Adobe created quite a stir when it recently announced a public beta for the next major update to Photoshop. Is this the result of some very smart marketing, or perhaps an act of desperation, due to the harsh economic realities facing most creatives these days? What is the future of this critical production tool?
Remember when we used to see all sorts of interesting plugins get released for Photoshop? Fact is, the whole idea of plugins first gained traction in the amazing industry that sprung up around Photoshop and the idea that third-party companies could significantly extend the usefulness of Photoshop with small chunks of code that delivered specialized functionality. Few who were around at the time could forget the sometimes innovative, but often gratuitously silly interfaces of the Kai Krause plugin products (http://www.dizteq.com/images/kpt3interface.jpg), and even Photoshop co-creator John Knoll got in on the action with his cool little CyberMesh plug for turning grayscale images into extruded 3D geometries. At one point, there were so many commercial plugins, someone even came up with a plugin manager plugin, but to survey this market in recent years is to conclude that either developers stopped actually making money selling Photoshop plugins, or users were simply satisfied -- perhaps even overwhelmed -- by all the built-in tools and filters, to even have time to learn anything not already inside of the program.
While both of those scenarios are likely true to some degree, I also suspect that some developers found themselves in a bit of a dirty game with Adobe, similar to the one that musical software developers faced when Apple decided to lower the price of Logic Studio to $500, and load it up with an amazing array of synthesizers and effects processors, almost totally eliminating the actual "need" for third-party plugins, and making the task of successfully marketing a DAW suite truly daunting in the Mac world. I suspect that some were concerned that a decent plugin idea would either result in being acquired by Adobe (best case scenario), or worse, similar functionality would show up in a Photoshop update, instantly rendering a third-party alternative (which was there first) irrelevant.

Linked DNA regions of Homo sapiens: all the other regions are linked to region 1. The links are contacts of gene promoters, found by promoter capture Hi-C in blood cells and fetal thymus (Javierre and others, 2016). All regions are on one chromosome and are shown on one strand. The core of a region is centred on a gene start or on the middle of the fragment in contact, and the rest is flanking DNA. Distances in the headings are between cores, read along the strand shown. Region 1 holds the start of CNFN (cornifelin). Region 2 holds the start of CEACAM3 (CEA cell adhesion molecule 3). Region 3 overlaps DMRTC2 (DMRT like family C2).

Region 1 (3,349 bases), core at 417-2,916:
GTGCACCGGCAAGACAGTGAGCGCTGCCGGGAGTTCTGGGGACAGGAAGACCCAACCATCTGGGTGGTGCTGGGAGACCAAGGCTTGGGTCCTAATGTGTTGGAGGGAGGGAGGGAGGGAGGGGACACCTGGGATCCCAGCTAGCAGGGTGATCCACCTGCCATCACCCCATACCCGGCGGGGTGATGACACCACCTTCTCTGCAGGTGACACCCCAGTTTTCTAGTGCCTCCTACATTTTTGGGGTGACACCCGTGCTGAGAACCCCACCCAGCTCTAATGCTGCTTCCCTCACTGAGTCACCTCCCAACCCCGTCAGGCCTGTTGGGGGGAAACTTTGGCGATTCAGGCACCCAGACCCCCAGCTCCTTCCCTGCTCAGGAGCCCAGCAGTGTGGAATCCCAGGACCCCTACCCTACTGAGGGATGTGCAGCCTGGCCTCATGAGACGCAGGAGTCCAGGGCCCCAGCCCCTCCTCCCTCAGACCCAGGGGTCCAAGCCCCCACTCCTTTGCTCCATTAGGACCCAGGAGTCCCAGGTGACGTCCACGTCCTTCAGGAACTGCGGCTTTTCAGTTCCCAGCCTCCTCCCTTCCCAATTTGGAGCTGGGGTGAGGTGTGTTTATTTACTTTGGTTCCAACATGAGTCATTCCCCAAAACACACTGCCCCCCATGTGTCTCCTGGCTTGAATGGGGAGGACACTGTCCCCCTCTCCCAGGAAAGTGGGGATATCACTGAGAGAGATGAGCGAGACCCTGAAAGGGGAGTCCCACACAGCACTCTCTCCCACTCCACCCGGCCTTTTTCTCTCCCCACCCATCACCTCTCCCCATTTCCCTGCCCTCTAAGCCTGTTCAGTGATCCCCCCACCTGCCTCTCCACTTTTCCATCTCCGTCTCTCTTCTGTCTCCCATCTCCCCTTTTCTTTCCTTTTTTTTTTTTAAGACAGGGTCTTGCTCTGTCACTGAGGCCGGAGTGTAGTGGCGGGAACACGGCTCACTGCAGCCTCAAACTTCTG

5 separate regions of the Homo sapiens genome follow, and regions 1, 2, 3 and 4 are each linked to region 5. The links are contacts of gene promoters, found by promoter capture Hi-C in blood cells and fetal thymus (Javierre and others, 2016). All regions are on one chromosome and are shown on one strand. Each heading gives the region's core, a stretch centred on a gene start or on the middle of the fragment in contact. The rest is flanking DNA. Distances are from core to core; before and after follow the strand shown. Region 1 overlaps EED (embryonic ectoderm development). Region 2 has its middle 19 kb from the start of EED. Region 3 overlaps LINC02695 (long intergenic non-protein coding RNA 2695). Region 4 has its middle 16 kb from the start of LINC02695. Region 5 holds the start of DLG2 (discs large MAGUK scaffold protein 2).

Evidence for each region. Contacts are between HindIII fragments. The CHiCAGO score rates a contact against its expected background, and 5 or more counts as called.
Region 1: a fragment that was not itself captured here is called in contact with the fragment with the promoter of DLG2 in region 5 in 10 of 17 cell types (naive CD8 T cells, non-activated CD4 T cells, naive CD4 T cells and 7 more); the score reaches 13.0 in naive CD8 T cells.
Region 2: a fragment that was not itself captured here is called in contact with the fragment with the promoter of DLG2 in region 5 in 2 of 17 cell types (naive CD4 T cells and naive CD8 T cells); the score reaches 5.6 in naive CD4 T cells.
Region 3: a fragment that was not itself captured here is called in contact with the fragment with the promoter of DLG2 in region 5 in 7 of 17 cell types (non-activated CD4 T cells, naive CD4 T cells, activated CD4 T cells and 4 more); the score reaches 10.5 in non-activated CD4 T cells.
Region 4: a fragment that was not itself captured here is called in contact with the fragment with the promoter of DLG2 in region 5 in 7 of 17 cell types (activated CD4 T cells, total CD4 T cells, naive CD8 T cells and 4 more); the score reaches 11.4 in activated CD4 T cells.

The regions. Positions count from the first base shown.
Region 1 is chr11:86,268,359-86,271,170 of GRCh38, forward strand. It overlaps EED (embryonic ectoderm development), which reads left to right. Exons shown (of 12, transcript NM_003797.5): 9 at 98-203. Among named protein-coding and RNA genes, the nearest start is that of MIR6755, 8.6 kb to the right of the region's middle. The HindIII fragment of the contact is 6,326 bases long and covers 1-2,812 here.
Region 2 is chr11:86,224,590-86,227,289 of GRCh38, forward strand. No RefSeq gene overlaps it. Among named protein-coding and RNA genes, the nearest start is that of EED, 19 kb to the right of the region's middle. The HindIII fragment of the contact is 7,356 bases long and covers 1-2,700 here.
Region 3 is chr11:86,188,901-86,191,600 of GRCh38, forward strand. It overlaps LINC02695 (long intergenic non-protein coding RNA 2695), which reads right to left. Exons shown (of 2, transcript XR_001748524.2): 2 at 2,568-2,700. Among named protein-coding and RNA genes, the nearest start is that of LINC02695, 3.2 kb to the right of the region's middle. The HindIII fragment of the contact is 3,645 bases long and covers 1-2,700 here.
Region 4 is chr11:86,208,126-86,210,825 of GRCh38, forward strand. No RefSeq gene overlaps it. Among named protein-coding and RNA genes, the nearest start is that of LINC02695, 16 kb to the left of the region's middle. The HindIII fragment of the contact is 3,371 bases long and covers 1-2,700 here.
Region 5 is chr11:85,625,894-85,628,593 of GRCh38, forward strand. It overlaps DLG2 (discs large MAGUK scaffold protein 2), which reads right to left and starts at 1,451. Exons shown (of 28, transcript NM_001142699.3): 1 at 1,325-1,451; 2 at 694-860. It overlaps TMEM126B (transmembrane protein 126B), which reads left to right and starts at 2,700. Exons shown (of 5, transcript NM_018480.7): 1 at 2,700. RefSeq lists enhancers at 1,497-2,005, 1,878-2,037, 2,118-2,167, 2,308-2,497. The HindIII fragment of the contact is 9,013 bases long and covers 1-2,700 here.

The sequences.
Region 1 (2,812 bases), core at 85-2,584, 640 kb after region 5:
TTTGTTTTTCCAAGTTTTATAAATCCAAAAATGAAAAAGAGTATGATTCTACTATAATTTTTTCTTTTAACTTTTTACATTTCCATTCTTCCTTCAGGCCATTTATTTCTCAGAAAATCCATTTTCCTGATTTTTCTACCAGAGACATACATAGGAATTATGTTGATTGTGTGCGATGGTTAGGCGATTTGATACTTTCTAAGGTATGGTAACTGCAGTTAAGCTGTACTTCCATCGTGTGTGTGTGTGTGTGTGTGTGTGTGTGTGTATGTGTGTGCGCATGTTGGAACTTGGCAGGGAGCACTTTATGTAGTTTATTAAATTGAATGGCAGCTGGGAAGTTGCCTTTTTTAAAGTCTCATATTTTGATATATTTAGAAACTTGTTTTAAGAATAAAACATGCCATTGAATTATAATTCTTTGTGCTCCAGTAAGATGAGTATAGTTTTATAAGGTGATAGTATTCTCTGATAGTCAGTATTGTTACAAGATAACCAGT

Case in point: with the addition of the Blur Gallery in Photoshop CS6, OnOne Software's excellent FocalPoint 2 plugin (http://www.ononesoftware.com/products/suite/focalpoint/?ind
) is no longer a viable product, and to my eye, the PS6 implementation of Tilt-Shift looks a heck of a lot like a similar tool in Snapseed. Sure, there are only so many ways of implementing a specific feature, but if you were a commercial developer with limited resources, would you want to create a tool that complemented a primary deployment platform, but which might be mirrored in a future version of said platform, by a company with deep pockets and a bottomless budget for legal maneuvers? I'd probably sooner opt for the standalone app route.
Now, I'm not trying to claim that all Photoshop plugin development is DOA -- there are some truly great developers like NIK Software, Alien Skin Software, Digital Anarchy and other small developers who continue to create very cool, useful extensions for Photoshop. But take a look at the Adobe listing
for third-party Photoshop developers, and you'll find a list of products that includes many offerings that haven't been updated in some time, and others which are beyond niche
, they're really more like kitsch